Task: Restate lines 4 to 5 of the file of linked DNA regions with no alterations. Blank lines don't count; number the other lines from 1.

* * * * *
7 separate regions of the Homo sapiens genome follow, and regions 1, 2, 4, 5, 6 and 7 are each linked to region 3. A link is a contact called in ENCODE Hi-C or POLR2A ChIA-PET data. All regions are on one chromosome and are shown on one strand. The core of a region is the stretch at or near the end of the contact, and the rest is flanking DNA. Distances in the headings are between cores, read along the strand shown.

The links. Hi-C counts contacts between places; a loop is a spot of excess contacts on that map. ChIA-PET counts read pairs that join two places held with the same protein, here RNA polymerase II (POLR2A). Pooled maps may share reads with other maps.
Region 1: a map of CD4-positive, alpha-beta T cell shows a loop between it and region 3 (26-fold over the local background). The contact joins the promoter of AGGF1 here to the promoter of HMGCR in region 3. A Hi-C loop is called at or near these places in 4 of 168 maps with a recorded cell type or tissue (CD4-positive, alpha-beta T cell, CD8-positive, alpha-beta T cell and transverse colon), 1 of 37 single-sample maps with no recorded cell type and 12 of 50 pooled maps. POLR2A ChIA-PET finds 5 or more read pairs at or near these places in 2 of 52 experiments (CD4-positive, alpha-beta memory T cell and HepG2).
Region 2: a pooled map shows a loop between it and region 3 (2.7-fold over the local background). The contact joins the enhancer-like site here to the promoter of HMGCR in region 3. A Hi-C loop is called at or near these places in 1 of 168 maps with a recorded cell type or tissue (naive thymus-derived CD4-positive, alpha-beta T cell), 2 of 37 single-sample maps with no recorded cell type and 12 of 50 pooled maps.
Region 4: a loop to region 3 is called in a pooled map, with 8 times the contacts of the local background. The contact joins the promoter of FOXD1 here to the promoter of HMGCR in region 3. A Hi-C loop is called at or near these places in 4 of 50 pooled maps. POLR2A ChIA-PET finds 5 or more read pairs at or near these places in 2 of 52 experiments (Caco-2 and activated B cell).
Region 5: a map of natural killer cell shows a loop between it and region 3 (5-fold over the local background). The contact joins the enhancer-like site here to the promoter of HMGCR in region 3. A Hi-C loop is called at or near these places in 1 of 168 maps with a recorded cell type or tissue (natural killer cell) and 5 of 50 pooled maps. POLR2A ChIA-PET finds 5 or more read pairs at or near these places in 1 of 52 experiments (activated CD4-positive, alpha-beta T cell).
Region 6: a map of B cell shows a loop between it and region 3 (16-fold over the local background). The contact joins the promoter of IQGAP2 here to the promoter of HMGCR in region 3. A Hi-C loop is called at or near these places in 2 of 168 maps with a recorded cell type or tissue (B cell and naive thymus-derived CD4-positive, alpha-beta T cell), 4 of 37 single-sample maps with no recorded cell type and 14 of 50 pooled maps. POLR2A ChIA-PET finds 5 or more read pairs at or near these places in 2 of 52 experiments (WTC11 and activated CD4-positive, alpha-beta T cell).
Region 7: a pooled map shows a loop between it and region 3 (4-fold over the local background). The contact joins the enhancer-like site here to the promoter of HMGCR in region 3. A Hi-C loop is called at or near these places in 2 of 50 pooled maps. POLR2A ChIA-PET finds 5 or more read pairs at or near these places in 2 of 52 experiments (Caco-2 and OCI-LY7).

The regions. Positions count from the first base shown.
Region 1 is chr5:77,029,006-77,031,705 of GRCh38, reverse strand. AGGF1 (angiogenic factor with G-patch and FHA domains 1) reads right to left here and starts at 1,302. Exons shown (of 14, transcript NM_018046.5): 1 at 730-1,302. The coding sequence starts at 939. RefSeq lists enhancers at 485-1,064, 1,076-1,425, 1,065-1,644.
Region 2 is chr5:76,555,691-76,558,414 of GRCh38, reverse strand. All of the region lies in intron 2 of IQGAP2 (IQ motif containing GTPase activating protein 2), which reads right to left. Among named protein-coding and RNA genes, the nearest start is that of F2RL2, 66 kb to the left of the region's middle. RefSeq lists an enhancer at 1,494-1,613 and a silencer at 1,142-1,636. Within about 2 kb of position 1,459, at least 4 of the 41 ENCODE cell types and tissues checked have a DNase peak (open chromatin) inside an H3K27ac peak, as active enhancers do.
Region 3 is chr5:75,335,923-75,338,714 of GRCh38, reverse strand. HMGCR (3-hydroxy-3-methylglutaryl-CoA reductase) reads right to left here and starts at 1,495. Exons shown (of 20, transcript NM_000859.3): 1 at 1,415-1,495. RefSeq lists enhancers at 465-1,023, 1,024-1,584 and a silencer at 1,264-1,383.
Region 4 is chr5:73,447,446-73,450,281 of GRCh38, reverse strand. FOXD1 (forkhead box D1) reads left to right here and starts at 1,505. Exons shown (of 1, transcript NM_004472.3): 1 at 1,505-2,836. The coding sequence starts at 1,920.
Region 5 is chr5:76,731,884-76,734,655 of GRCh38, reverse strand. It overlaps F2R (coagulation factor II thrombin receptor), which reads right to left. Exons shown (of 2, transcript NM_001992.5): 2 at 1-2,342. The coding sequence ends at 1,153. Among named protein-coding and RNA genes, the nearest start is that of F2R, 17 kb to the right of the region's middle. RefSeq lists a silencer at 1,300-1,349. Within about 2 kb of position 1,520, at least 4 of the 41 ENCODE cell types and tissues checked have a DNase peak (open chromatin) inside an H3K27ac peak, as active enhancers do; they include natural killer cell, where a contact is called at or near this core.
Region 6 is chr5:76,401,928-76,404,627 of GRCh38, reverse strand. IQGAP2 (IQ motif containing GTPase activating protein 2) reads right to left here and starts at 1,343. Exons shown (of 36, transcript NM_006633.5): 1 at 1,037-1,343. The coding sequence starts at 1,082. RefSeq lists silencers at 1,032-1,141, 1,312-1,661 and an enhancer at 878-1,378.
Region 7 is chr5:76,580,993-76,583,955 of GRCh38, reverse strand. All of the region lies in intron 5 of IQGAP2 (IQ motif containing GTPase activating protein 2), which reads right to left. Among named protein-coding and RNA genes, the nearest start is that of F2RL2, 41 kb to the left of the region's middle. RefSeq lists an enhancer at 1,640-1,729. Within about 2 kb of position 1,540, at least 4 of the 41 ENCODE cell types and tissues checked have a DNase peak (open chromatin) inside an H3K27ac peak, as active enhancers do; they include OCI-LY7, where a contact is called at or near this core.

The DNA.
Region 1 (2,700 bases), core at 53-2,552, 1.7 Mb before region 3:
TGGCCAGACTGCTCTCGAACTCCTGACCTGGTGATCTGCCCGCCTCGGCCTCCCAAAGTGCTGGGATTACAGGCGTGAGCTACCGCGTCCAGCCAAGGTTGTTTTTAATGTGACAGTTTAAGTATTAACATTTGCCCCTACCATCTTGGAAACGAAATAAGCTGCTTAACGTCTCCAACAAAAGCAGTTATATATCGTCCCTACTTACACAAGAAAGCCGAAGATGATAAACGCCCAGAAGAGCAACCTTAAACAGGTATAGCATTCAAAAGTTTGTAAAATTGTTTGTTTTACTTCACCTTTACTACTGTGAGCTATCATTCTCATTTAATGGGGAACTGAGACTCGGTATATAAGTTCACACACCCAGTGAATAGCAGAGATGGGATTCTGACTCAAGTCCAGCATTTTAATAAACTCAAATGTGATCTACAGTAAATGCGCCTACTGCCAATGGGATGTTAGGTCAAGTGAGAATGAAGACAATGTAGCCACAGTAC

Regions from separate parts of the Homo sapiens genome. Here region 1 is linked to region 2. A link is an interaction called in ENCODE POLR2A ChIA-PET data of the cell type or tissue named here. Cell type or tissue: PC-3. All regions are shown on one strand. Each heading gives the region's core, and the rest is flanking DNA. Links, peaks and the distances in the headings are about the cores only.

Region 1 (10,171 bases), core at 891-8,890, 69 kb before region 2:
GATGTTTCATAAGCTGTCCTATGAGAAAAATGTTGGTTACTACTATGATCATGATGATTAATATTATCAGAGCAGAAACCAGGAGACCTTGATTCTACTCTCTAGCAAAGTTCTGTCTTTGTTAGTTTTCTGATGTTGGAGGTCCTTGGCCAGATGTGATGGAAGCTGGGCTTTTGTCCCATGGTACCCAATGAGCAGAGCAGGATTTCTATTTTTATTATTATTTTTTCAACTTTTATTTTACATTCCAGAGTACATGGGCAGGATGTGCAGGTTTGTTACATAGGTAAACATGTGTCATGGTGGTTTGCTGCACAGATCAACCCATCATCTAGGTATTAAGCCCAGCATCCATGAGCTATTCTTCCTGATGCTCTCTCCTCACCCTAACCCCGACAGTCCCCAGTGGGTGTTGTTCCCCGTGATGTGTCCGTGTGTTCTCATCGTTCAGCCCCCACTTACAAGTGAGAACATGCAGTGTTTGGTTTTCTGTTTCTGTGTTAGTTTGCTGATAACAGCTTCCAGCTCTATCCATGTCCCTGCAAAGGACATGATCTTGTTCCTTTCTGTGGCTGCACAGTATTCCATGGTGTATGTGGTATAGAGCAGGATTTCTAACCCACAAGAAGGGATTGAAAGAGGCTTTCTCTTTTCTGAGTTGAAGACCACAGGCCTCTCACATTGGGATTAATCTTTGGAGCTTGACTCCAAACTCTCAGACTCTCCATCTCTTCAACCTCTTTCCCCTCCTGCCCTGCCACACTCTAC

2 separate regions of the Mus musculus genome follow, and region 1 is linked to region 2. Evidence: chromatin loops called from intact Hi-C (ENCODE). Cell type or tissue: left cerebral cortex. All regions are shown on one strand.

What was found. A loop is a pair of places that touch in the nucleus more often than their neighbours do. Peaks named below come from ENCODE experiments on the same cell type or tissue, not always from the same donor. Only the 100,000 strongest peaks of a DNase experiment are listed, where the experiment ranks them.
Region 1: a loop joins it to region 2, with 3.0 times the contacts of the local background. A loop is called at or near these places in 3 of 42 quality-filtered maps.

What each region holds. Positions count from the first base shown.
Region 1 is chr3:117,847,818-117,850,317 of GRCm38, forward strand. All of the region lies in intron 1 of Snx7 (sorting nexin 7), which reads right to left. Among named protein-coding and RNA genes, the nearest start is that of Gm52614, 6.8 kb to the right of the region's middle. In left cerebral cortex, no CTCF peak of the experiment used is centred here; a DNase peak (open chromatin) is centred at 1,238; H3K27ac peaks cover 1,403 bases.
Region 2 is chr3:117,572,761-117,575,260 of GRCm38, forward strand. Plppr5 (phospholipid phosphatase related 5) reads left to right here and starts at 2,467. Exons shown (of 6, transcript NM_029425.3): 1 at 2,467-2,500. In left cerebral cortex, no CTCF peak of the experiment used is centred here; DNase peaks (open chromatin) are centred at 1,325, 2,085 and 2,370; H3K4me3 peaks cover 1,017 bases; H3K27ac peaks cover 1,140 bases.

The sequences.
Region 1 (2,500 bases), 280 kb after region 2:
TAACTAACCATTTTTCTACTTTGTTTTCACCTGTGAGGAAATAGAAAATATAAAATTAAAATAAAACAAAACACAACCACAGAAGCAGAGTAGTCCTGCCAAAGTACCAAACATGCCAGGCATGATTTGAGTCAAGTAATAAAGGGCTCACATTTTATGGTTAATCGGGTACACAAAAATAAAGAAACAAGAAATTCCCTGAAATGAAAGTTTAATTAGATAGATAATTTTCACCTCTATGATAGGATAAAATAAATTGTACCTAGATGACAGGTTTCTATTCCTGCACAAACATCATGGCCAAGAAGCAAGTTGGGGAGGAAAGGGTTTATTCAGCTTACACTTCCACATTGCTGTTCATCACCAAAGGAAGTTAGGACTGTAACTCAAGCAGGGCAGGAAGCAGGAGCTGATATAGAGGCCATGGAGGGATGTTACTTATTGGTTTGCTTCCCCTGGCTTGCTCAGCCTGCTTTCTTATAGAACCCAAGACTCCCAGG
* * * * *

Region 2: a pooled map shows a loop between it and region 3 (2.7-fold over the local background). The contact joins the enhancer-like site here to the promoter of HMGCR in region 3. A Hi-C loop is called at or near these places in 1 of 168 maps with a recorded cell type or tissue (naive thymus-derived CD4-positive, alpha-beta T cell), 2 of 37 single-sample maps with no recorded cell type and 12 of 50 pooled maps.
Region 4: a loop to region 3 is called in a pooled map, with 8 times the contacts of the local background. The contact joins the promoter of FOXD1 here to the promoter of HMGCR in region 3. A Hi-C loop is called at or near these places in 4 of 50 pooled maps. POLR2A ChIA-PET finds 5 or more read pairs at or near these places in 2 of 52 experiments (Caco-2 and activated B cell).